Schedule 2 — Searching people
[s. 13, 27]
Division 1 — Preliminary

1. Interpretation

In this Schedule —

“basic search” of a person, means a search that complies with clause 2;

“frisk search” a person, means to quickly and methodically run the hands over the outside of the person’s clothing;

“private parts” of a person, means the person’s genital area, anal area, buttocks and, in the case of —

(a) a female; or

(b) a male undergoing a reassignment procedure, as that term is defined in the Gender Reassignment Act 2000 section 3,

breasts;

“strip search” of a person, means a search that complies with clause 3.

2. “Basic search”, meaning of

A police officer authorised by this Act to do a basic search of a person may do any or all of the following —

(a) scan the person with an electronic or mechanical device, whether hand held or not, to detect any thing;

(b) remove the person’s headwear, gloves, footwear or outer clothing (such as a coat or jacket), but not his or her inner clothing or underwear, in order to facilitate a frisk search;

(c) frisk search the person;

(d) search any article removed under paragraph (b).

3. “Strip search”, meaning of

(1) A police officer authorised by this Act to do a strip search of a person may do any or all of the following —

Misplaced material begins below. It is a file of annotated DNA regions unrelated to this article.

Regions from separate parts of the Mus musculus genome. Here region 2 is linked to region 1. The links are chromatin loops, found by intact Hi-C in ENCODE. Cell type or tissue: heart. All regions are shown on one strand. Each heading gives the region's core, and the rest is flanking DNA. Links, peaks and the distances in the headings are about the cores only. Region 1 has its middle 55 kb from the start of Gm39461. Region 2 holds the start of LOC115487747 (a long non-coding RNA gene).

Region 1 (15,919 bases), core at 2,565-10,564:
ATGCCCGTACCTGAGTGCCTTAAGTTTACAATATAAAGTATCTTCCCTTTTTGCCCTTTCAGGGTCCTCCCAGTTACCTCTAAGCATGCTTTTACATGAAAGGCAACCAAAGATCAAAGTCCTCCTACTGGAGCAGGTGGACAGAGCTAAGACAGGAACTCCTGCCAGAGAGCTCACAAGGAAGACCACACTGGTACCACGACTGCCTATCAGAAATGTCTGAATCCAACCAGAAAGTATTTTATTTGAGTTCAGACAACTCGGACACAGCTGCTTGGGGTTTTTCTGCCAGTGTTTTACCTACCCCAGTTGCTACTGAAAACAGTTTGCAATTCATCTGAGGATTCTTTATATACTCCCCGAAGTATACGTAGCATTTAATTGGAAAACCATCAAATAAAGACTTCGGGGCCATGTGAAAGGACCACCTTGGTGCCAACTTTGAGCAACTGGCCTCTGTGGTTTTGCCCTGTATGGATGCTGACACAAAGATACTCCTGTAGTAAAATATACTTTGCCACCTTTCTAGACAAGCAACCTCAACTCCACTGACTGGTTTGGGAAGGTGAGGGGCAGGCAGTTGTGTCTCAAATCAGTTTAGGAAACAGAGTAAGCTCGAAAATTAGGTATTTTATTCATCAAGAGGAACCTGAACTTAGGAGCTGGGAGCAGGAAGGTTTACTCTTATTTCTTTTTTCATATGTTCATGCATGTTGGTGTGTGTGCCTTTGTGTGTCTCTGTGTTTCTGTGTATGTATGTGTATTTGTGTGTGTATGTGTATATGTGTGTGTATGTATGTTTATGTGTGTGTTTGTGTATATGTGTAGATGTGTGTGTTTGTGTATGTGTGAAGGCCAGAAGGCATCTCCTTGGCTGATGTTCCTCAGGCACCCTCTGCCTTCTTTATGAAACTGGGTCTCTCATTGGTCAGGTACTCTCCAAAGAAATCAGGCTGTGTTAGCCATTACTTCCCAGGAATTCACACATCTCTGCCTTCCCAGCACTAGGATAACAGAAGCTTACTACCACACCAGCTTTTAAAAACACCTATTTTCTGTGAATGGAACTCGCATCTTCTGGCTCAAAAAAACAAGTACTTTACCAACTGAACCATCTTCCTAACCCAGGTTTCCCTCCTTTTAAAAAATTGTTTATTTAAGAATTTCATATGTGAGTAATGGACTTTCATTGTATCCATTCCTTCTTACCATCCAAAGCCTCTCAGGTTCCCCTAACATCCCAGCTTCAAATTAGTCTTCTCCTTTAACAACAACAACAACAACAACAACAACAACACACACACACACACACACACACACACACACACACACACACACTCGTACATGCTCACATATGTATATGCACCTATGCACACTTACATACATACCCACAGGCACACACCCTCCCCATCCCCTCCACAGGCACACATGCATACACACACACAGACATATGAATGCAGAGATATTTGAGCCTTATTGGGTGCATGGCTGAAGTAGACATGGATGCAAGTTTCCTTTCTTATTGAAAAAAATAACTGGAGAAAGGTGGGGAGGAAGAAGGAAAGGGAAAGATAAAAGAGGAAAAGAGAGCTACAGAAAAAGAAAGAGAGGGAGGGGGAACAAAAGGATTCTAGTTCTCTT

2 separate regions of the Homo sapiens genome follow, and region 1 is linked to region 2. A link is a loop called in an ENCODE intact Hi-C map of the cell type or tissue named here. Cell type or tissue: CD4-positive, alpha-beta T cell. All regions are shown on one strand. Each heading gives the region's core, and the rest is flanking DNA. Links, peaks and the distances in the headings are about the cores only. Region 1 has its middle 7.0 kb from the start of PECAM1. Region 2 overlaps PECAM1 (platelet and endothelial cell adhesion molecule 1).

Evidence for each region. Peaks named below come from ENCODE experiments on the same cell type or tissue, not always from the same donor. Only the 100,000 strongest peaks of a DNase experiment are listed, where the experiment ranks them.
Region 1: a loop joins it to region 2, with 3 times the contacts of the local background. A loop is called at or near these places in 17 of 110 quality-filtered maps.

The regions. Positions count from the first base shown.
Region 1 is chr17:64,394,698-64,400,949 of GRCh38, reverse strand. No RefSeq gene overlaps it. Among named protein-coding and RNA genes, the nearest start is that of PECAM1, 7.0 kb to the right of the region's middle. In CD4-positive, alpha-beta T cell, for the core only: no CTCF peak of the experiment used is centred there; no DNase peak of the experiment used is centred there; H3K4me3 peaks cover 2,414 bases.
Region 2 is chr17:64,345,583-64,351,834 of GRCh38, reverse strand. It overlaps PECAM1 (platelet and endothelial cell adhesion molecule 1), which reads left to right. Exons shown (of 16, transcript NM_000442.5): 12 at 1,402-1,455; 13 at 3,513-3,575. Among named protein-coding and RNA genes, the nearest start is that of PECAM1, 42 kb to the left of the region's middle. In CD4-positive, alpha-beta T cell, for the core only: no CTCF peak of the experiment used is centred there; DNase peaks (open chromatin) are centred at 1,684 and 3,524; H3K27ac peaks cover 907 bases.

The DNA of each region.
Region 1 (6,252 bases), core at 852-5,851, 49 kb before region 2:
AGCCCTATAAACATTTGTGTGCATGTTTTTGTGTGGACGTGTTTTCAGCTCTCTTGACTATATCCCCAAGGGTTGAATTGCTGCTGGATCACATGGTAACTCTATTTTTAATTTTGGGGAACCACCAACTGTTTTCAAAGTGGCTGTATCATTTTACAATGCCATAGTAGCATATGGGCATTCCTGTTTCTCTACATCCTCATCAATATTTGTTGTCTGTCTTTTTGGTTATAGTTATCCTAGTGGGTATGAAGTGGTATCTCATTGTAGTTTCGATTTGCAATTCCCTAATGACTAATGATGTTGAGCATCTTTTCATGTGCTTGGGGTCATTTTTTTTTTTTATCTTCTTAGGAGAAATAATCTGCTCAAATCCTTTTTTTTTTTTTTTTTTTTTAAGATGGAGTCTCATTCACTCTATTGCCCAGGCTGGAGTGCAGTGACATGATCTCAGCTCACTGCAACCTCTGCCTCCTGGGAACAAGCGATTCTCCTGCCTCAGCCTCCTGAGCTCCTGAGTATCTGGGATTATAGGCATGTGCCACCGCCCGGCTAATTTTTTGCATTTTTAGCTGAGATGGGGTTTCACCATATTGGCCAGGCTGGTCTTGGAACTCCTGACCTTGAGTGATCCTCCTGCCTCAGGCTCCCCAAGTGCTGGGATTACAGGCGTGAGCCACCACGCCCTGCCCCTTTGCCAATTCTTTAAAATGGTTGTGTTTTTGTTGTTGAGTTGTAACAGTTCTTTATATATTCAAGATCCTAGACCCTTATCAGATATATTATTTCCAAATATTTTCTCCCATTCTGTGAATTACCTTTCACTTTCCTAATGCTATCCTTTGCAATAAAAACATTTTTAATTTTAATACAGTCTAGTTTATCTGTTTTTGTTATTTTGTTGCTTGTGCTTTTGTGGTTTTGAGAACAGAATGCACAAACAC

(a) remove any article that the person is wearing including any article covering his or her private parts;

(b) search any article removed under paragraph (a);

(c) search the person’s external parts, including his or her private parts.

(2) A police officer authorised by this Act to do a strip search of a person is not entitled to search any of the person’s bodily cavities.

4. Gender of person, ascertaining

If it is necessary to ascertain the gender of a person before exercising a power in this Act on the person and the gender of the person is uncertain to the officer authorised to exercise the power —

(a) the officer must ask the person to indicate whether a male or a female should exercise the power on the person and must act in accordance with the answer; and

(b) in the absence of an answer, the person must be treated as if of the gender that the person outwardly appears to the officer to be.

5. Powers to assist doing searches